Why Anime Doesn’t Work In 60 FPS

Frame rate is a big topic in visual media, notably in gaming circles with the push for higher frame rates after 30 FPS was made the uncomfortable standard on consoles during Generation 7. The thinking of recent years has been “higher frame-rate, better experience” but that is not the case for every medium. Back in 2018, Tom Cruise tweeted a video of him alongside Director Christopher MacQuarrie explaining video interpolation and how pre-activated settings on TVs use it. The message was that viewers should turn these settings off, as they make it difficult to watch films the way that the creators intended, and the same holds for anime.


If you’re an anime fan, you’ve undoubtedly come face-to-face with the frame-rate dilemma anytime you’ve looked up an opening, ending, or clip in general from a popular series. And in the case of anime, it’s rarely the result of a standard setting on the hardware, unless someone is watching anime on a TV with motion smoothing. More often than not, people are consciously editing and interpolating clips in a higher framerate to upload to the web.

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The Appeal of A Smoother Frame-Rate

It might not happen for every anime, but when it comes to the most popular and most conventionally “pretty” anime, the popular clips shared are more often in 60 FPS. Especially shows from studios like Ufotable such as Demon Slayer or Fate, which include heavy digital effects work, are prime targets for frame interpolation.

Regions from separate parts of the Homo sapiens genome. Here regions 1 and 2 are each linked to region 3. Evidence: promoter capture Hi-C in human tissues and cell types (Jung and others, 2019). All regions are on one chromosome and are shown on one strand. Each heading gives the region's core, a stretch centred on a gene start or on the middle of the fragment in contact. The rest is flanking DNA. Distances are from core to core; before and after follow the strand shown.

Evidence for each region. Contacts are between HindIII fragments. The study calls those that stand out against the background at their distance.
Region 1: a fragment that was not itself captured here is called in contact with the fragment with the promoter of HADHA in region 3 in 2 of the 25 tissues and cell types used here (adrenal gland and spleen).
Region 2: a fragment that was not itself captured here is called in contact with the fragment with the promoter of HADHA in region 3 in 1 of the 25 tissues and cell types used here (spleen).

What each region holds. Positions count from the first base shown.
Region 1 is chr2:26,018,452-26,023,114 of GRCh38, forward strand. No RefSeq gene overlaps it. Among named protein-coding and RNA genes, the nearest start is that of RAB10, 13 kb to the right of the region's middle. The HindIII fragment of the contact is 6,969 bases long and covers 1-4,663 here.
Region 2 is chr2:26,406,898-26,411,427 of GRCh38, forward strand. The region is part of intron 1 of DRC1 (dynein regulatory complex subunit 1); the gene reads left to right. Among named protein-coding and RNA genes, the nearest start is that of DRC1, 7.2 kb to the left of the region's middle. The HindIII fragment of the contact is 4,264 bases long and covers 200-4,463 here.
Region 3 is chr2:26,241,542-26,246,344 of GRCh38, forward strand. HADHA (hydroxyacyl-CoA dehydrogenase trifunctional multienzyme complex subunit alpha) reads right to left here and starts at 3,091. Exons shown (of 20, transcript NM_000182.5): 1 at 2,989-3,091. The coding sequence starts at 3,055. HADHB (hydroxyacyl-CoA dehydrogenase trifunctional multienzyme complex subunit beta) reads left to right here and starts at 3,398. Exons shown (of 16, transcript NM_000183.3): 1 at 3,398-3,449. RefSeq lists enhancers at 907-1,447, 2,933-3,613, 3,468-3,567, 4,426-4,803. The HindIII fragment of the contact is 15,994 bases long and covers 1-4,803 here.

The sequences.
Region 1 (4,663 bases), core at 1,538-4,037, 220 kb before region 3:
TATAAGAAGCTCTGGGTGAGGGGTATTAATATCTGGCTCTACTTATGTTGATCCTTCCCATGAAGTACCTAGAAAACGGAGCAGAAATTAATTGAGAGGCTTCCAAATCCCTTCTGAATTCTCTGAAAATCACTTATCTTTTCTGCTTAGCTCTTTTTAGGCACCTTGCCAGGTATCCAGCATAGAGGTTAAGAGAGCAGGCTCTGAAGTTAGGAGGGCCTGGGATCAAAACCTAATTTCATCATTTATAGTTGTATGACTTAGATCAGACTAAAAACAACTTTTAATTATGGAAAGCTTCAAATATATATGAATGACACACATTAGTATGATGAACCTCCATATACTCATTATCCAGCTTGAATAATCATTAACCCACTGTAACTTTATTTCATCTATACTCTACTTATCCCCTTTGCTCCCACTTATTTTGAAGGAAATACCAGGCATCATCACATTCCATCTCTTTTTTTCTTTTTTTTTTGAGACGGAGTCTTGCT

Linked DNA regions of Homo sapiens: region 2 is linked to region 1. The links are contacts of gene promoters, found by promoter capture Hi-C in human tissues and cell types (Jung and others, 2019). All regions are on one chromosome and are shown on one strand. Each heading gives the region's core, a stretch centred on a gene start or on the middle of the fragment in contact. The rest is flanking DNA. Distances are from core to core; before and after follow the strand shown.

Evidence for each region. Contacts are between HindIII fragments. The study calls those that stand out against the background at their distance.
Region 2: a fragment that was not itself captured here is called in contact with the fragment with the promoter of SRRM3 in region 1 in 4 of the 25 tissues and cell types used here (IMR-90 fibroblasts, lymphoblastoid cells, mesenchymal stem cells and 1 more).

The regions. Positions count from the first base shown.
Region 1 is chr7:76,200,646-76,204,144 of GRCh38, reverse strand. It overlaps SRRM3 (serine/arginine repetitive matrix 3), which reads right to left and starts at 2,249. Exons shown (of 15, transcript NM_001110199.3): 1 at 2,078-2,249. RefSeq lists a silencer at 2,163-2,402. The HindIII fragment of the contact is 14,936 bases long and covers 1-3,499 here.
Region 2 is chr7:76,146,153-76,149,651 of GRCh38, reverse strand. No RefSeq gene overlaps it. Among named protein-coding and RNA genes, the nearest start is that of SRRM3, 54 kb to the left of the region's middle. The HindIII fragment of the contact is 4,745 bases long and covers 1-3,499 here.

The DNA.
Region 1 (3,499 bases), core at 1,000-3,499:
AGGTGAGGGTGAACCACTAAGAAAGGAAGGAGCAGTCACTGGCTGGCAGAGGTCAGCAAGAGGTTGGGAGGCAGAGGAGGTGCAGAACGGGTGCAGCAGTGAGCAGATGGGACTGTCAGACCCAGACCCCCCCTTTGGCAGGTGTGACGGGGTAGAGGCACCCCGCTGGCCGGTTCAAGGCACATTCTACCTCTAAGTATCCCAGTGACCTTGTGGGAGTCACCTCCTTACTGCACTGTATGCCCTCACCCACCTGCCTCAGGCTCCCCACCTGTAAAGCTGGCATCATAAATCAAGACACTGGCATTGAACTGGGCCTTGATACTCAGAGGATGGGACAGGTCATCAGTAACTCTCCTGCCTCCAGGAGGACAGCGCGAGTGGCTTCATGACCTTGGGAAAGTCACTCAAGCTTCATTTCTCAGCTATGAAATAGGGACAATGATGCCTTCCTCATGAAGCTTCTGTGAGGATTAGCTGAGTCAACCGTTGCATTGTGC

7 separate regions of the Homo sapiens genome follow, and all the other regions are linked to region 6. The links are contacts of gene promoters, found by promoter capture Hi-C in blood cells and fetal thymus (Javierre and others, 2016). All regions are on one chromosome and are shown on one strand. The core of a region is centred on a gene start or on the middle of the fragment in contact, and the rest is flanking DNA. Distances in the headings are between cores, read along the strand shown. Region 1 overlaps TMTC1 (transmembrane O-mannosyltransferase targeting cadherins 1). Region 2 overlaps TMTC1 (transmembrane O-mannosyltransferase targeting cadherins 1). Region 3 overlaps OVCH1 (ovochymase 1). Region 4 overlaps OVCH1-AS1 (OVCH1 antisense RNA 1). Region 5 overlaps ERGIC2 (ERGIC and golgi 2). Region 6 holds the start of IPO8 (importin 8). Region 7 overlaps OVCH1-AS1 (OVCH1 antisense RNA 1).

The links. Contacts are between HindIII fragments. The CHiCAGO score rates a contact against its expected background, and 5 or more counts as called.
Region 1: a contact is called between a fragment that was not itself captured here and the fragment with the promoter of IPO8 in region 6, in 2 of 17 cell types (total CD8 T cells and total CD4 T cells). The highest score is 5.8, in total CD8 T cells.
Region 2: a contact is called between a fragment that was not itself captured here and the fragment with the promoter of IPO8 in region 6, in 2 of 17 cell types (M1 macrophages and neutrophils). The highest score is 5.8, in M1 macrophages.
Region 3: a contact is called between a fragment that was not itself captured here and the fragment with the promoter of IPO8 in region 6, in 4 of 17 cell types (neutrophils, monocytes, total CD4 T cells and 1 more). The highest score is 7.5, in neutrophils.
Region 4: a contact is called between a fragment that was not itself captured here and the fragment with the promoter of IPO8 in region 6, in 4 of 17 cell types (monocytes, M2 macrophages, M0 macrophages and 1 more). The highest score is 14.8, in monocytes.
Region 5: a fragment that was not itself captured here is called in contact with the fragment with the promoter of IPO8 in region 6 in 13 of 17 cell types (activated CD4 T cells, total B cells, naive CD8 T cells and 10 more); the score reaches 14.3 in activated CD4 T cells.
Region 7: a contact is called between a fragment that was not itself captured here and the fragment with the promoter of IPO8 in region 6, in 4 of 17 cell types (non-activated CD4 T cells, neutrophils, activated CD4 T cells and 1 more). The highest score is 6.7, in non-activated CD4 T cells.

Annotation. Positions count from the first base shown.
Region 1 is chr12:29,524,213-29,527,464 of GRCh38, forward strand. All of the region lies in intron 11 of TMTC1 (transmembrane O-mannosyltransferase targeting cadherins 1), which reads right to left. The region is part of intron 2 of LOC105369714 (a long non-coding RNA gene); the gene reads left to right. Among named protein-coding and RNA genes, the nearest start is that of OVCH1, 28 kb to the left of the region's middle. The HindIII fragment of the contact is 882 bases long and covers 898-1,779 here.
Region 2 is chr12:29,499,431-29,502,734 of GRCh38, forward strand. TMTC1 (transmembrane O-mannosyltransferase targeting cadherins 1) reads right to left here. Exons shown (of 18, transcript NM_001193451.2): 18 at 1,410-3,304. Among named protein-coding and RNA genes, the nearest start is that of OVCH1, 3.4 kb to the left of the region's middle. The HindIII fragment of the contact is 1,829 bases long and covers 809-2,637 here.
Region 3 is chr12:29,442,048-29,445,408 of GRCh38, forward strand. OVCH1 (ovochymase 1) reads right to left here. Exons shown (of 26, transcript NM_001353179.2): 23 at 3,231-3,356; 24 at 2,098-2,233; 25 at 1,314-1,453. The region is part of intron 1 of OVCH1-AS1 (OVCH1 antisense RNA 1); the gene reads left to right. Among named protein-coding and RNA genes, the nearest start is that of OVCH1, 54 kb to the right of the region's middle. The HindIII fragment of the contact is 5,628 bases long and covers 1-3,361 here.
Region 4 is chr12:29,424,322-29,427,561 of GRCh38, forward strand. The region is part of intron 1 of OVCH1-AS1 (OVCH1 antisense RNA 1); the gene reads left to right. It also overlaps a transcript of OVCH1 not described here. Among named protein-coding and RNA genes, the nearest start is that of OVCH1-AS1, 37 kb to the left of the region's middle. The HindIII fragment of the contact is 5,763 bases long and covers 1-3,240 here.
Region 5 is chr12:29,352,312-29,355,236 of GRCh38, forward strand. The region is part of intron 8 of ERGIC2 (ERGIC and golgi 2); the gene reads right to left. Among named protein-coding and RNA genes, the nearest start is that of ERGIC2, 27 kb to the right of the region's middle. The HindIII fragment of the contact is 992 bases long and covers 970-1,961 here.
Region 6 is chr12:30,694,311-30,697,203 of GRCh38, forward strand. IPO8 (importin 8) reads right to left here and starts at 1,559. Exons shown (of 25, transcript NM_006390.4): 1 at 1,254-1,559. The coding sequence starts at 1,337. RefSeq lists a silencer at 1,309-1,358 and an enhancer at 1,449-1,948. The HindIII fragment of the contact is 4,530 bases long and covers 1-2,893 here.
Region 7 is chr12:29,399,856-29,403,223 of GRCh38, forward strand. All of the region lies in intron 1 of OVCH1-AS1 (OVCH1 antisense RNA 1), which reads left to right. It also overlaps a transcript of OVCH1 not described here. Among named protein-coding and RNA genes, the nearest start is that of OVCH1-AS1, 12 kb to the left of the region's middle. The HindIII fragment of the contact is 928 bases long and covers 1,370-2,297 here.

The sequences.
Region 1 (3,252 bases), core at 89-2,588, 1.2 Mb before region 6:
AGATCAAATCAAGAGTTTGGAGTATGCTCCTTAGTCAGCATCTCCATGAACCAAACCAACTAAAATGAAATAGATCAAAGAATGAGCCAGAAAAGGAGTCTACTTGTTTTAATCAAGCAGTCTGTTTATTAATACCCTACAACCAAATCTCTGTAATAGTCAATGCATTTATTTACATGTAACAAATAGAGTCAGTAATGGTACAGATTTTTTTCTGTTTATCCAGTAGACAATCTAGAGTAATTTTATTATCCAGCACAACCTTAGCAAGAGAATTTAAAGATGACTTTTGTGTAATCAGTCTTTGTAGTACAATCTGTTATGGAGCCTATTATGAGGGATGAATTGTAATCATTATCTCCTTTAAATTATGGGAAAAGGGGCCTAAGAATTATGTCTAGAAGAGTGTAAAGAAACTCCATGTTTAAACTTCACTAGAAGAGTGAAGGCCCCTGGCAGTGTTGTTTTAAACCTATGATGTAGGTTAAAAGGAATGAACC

But why does it happen so often? The simplest reason is that because of the normalized assertion of higher frame rates enhancing an experience, many will see the same potential in anime and consider it an improvement. It’s similar to how the shows mentioned above like Demon Slayer or Fate are considered “objectively” better-looking than others because of how polished and pretty they look, with an air of a higher budget, even though that isn’t actually accurate.

Obviously, objectivity/subjectivity in media is a loaded topic in itself, but generally, it can be agreed that there is more than one way to tell a story and way more than one kind of expression. What’s important is understanding why interpolation can be seen as annoying, unnecessary, and disrespectful to artists.

The Intent Of Art

Put simply it’s the same reason that Tom Cruise tweeted that video: it presents media in a way other than how the creators intended the media to be viewed. Obviously though, authorial intent is a tricky subject, and it isn’t as though people haven’t made edits to existing media in an attempt to “fix it.”

Furthermore, someone who has no issue with high frame rate anime clips or even prefers them might wonder what it is that makes them bad in the first place. By this article’s very thesis it’s clear that it isn’t optimum, but why? To say that it “looks weird” would be genuine but that would feel lacking as a justification for a PSA.

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Years before Tom Cruise told the world to turn off motion smoothing, people were already coming to more informed conclusions about why they disliked it. It can cause computer-generated imagery to move in a way that betrays the intended effect, even in small ways. And thus we return to the intent – and further, the method behind it all.

Frame Rate As Explained By Animation